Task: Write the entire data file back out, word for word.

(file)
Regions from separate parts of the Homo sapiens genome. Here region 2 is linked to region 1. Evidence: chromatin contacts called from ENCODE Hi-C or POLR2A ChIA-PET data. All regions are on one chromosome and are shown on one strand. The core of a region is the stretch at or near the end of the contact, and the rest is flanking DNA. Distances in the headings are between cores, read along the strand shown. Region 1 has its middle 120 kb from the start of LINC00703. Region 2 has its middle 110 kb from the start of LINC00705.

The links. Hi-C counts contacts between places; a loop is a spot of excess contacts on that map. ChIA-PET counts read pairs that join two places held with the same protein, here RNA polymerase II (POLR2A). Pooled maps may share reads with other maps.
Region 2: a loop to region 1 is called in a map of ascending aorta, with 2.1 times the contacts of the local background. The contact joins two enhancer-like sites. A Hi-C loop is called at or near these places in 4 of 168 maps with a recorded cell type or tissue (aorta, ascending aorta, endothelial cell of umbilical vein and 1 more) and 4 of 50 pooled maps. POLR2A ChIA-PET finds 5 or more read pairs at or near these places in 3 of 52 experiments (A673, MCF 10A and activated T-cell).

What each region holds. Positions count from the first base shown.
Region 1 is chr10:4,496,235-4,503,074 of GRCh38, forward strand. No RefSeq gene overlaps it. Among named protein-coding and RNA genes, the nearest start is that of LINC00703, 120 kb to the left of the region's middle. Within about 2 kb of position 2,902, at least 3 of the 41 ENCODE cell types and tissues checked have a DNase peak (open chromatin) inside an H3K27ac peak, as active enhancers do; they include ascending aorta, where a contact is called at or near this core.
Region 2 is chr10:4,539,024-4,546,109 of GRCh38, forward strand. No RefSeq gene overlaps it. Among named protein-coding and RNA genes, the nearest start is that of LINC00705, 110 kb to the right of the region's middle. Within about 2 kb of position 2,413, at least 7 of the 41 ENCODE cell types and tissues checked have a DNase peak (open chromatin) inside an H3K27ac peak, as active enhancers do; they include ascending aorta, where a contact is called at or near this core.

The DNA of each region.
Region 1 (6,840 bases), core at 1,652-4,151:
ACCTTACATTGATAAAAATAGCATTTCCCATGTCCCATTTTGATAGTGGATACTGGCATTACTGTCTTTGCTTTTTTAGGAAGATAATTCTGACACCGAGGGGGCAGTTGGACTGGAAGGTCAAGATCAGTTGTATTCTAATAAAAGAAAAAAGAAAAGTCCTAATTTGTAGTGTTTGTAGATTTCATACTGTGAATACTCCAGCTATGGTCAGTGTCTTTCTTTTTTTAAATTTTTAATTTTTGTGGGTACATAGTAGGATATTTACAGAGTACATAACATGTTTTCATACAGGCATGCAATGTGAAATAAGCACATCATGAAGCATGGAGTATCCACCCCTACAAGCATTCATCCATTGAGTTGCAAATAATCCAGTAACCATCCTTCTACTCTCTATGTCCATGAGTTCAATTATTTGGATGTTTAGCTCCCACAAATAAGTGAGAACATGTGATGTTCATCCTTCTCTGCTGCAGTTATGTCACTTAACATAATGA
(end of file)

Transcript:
Regions from separate parts of the Homo sapiens genome. Here region 2 is linked to region 1. Evidence: chromatin contacts called from ENCODE Hi-C or POLR2A ChIA-PET data. All regions are on one chromosome and are shown on one strand. The core of a region is the stretch at or near the end of the contact, and the rest is flanking DNA. Distances in the headings are between cores, read along the strand shown. Region 1 has its middle 120 kb from the start of LINC00703. Region 2 has its middle 110 kb from the start of LINC00705.

The links. Hi-C counts contacts between places; a loop is a spot of excess contacts on that map. ChIA-PET counts read pairs that join two places held with the same protein, here RNA polymerase II (POLR2A). Pooled maps may share reads with other maps.
Region 2: a loop to region 1 is called in a map of ascending aorta, with 2.1 times the contacts of the local background. The contact joins two enhancer-like sites. A Hi-C loop is called at or near these places in 4 of 168 maps with a recorded cell type or tissue (aorta, ascending aorta, endothelial cell of umbilical vein and 1 more) and 4 of 50 pooled maps. POLR2A ChIA-PET finds 5 or more read pairs at or near these places in 3 of 52 experiments (A673, MCF 10A and activated T-cell).

What each region holds. Positions count from the first base shown.
Region 1 is chr10:4,496,235-4,503,074 of GRCh38, forward strand. No RefSeq gene overlaps it. Among named protein-coding and RNA genes, the nearest start is that of LINC00703, 120 kb to the left of the region's middle. Within about 2 kb of position 2,902, at least 3 of the 41 ENCODE cell types and tissues checked have a DNase peak (open chromatin) inside an H3K27ac peak, as active enhancers do; they include ascending aorta, where a contact is called at or near this core.
Region 2 is chr10:4,539,024-4,546,109 of GRCh38, forward strand. No RefSeq gene overlaps it. Among named protein-coding and RNA genes, the nearest start is that of LINC00705, 110 kb to the right of the region's middle. Within about 2 kb of position 2,413, at least 7 of the 41 ENCODE cell types and tissues checked have a DNase peak (open chromatin) inside an H3K27ac peak, as active enhancers do; they include ascending aorta, where a contact is called at or near this core.

The DNA of each region.
Region 1 (6,840 bases), core at 1,652-4,151:
ACCTTACATTGATAAAAATAGCATTTCCCATGTCCCATTTTGATAGTGGATACTGGCATTACTGTCTTTGCTTTTTTAGGAAGATAATTCTGACACCGAGGGGGCAGTTGGACTGGAAGGTCAAGATCAGTTGTATTCTAATAAAAGAAAAAAGAAAAGTCCTAATTTGTAGTGTTTGTAGATTTCATACTGTGAATACTCCAGCTATGGTCAGTGTCTTTCTTTTTTTAAATTTTTAATTTTTGTGGGTACATAGTAGGATATTTACAGAGTACATAACATGTTTTCATACAGGCATGCAATGTGAAATAAGCACATCATGAAGCATGGAGTATCCACCCCTACAAGCATTCATCCATTGAGTTGCAAATAATCCAGTAACCATCCTTCTACTCTCTATGTCCATGAGTTCAATTATTTGGATGTTTAGCTCCCACAAATAAGTGAGAACATGTGATGTTCATCCTTCTCTGCTGCAGTTATGTCACTTAACATAATGA